When King finds a spare minute between projects, she logs into Twitter and watches what folks are talking about. When she Tweets, about 90 percent of the time she presents useful information and resources to her followers. The remaining tweets are surveys and questions. Following this strategy, King saw an 800 percent increase in inquiries about her business after she setup her Twitter campaign.
Getting In Front of High Profile People
B2B copywriter Terri Rylander took a much different approach. At first she was very skeptical of Twitter. “I looked at it but couldn’t figure out why people would continually send out messages about the size of a text message, unless they were a teenager. Twitter was for sending updates they said. I don’t have time for updates, and besides, who would care?” said Rylander.
She later came across a peer in her industry that was using Twitter and suggested Rylander follow her on Twitter. “That’s when I discovered Twitter as a business tool. I’ve been in my particular niche for over 10 years and know who the players are (though they don’t know me). When I checked who she was following on Twitter, there they all were! It read like a “Who’s Who” list.”
Rylander joined Twitter and began following and interacting with the people she respected. “Other than a cold call on the phone or e-mail, I would never have the chance to get my name in front of vendors, industry analysts, and industry experts. I’ve had a number of Twitter conversations that have also led to personal conversations.”
To stay top of mind with experts, she offers interesting links, responds to tweets, and posts her thoughts for conversation at least a few times a day.
Getting Traffic & Leads
Pam O’Neil, VP of Marketing at BreakingPoint said, “Twitter has all but replaced our PR agency as a large percentage of our followers are press and analysts. A writer for ZDNet wrote about us and linked to us based on something we tweeted and that resulted in a huge spike in web traffic and at least one deal with a major service provider.”
Mike Damphousse of Green Leads said, “Twitter is new to us. That said, in a few short weeks we’ve had definite increase in all sorts of traffic. Out of the normal inbound leads, the number has increased 15% and two of the inbounds are now active pipeline opportunities. We’ve found one extremely valuable partner relationship. We are also building PR relationships, although finding the contacts is a bit of a chore.”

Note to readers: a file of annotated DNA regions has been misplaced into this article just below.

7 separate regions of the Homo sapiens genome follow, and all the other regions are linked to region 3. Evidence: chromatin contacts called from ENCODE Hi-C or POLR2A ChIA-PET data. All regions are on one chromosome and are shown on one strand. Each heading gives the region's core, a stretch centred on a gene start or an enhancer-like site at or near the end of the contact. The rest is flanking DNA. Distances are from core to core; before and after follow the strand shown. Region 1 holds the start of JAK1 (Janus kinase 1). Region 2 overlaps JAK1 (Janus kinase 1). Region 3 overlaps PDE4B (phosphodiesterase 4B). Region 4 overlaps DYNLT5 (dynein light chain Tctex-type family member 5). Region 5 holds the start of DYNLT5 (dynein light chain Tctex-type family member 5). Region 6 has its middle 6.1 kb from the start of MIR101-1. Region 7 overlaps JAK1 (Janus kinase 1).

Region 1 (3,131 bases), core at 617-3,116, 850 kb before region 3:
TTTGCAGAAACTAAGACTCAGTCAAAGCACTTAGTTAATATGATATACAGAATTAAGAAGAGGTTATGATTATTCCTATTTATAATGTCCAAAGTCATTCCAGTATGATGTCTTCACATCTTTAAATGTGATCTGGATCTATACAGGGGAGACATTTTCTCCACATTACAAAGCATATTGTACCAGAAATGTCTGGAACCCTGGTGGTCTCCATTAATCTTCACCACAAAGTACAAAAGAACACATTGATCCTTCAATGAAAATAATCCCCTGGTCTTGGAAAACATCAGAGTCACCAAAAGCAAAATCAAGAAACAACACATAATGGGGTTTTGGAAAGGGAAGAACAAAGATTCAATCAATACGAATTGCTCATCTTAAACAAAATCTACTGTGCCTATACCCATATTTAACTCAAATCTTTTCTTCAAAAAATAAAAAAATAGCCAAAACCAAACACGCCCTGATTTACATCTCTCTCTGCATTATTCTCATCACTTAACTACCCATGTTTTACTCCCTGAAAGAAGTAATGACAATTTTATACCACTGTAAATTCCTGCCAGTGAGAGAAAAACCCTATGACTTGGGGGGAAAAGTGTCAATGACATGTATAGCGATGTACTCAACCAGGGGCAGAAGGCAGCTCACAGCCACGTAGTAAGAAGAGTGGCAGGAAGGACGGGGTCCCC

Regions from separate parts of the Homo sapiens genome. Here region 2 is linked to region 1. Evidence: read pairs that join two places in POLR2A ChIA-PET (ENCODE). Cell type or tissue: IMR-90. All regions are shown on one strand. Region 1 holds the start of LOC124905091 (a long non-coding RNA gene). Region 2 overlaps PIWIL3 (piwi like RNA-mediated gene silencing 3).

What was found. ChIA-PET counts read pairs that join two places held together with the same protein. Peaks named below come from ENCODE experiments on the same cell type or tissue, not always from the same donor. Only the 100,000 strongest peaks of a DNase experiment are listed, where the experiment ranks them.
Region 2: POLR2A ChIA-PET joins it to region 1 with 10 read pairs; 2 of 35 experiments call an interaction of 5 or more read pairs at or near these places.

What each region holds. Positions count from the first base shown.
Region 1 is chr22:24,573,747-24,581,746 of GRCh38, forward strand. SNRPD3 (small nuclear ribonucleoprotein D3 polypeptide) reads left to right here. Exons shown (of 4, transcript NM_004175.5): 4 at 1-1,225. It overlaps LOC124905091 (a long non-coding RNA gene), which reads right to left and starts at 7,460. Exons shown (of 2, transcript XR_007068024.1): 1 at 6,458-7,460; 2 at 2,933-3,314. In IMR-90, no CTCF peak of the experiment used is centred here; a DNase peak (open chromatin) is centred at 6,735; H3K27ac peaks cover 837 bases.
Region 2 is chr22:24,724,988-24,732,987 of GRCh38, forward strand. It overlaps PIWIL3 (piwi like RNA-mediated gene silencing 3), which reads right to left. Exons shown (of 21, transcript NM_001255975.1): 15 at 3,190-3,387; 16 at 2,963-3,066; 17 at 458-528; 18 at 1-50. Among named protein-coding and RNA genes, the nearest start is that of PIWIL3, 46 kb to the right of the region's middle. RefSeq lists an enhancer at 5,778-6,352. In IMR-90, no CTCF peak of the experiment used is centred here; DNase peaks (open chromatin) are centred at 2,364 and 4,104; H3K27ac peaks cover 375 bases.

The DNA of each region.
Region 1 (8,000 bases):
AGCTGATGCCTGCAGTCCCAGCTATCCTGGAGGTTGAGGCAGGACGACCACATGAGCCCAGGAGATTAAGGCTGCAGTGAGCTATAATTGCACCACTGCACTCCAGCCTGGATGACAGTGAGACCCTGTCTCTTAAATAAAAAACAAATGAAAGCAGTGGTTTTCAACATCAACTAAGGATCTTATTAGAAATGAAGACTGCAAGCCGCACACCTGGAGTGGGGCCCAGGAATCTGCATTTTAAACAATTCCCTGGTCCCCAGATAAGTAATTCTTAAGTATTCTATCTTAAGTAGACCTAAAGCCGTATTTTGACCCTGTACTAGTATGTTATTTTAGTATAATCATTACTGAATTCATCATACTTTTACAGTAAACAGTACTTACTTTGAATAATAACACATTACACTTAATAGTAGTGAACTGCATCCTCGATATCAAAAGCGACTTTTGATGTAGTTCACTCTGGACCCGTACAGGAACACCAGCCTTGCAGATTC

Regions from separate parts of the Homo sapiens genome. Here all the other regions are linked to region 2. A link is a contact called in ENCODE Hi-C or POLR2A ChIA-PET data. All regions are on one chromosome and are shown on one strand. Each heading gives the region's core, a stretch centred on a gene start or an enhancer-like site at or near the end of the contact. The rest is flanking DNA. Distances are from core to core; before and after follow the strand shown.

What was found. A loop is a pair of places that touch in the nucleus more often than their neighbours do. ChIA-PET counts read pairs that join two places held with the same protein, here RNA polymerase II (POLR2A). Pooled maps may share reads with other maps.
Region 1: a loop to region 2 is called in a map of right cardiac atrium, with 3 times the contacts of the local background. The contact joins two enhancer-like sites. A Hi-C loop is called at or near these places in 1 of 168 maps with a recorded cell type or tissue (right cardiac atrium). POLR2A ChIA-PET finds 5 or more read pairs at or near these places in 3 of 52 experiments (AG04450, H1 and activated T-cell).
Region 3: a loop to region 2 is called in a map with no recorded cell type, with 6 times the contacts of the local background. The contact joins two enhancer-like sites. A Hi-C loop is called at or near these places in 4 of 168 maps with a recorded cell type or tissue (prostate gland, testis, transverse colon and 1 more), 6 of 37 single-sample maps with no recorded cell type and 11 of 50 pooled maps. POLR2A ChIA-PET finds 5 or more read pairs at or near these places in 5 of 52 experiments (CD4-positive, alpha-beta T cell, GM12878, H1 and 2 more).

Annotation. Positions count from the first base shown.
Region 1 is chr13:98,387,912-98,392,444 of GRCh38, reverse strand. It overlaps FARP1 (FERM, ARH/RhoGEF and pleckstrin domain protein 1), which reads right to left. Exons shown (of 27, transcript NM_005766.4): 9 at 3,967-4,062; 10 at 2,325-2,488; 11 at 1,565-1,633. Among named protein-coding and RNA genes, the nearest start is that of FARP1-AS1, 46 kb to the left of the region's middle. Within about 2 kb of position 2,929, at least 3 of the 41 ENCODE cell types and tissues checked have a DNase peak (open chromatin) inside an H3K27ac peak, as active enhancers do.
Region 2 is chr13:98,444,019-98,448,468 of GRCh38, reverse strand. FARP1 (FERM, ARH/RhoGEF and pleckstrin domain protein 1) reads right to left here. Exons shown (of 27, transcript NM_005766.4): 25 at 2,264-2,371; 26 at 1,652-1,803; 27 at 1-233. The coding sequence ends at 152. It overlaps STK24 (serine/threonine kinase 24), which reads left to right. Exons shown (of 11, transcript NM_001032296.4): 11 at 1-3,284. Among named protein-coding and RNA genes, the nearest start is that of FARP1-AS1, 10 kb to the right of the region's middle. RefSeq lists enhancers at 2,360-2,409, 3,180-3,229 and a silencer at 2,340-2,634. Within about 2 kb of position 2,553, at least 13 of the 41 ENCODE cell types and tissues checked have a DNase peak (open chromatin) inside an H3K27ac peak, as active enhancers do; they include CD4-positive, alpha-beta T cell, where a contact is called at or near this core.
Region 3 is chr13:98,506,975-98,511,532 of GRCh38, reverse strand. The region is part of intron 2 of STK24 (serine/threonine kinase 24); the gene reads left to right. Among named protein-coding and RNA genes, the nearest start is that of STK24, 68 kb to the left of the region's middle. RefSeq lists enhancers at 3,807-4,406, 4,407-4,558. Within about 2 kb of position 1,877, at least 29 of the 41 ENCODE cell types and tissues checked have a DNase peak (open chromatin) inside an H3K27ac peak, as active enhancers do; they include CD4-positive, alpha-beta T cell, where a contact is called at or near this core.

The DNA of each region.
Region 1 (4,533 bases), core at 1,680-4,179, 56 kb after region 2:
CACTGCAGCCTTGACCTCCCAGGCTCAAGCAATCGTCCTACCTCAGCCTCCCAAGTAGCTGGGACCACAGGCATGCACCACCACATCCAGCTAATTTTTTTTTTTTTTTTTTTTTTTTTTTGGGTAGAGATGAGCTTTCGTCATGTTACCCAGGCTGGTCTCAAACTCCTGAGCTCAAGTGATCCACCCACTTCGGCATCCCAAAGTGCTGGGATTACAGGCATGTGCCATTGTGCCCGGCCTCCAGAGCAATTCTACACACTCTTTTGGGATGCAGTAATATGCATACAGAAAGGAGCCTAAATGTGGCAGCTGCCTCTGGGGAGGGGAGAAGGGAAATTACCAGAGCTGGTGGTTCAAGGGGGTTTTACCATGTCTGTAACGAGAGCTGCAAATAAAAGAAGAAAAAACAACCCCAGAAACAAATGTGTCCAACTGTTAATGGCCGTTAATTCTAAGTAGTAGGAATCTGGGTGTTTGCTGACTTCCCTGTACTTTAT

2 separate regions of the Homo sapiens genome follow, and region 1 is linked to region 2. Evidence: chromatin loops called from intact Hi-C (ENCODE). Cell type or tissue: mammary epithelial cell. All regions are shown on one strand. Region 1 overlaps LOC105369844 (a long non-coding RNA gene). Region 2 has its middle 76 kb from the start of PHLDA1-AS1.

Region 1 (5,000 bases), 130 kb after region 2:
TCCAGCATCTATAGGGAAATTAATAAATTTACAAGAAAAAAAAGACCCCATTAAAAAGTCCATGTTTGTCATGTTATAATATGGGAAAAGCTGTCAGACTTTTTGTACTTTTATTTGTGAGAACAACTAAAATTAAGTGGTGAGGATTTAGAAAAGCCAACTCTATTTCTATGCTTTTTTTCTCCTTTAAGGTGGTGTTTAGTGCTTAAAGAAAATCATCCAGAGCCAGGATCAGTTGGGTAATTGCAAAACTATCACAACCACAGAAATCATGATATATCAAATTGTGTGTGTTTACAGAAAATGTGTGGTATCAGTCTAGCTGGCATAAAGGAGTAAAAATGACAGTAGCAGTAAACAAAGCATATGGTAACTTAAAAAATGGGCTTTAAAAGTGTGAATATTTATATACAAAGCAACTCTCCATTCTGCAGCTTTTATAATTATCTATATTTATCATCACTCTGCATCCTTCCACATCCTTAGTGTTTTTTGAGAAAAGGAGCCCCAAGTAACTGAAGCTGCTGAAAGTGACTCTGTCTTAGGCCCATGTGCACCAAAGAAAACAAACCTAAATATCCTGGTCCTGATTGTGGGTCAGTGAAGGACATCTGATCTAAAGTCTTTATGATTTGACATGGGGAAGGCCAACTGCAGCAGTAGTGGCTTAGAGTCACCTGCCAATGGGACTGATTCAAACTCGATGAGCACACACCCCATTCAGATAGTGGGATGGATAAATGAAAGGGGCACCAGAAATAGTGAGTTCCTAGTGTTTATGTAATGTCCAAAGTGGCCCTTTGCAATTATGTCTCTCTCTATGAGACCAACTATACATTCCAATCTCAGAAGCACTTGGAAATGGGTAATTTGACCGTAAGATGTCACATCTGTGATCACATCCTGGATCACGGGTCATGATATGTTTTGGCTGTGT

Are you beginning to see the potential here?
A Few Tools to Help Your Twitter Experience
Twitter has a whole world of available support applications you can employ to gain the most of the service for your business. Here’s a few of my favorites:
TwitterFox: This Firefox web browser plugin allows you to view Tweets within your web browser (in a popup menu). This is very handy and eliminates the need to constantly go to Twitter.com.
TweetLater: This powerful service allows you to schedule tweets (much like you would schedule emails). Another very powerful feature is the ability to receive email digests of keyword activity in the Tweetosphere. This allows you to join a conversation or track topics and trends.
Ping.fm: If you have accounts with many services, such as LinkedIn and Facebook, this amazing site allows you to post updates across ALL of your social media sites in one single step.
Twitter for Facebook: If you are on Facebook, this application forwards your Twitter updates directly to Facebook as status updates.
And just in case you get addicted to Twitter, here’s some advice from one of the leading authorities on Twitter. Chris Brogan says, “Most people who see Twitter the first time either flat-out ‘get it,’ or they say, ‘why bother?’ Here’s what people miss. They believe one should read every single update that rolls across your screen of choice. Don’t. Just let it roll past like a stream.”
So what are you waiting for? Go check out Twitter and report back here with your experience.
Has Twitter already helped your business? If so, tell us your story.
source: Michael Stelzner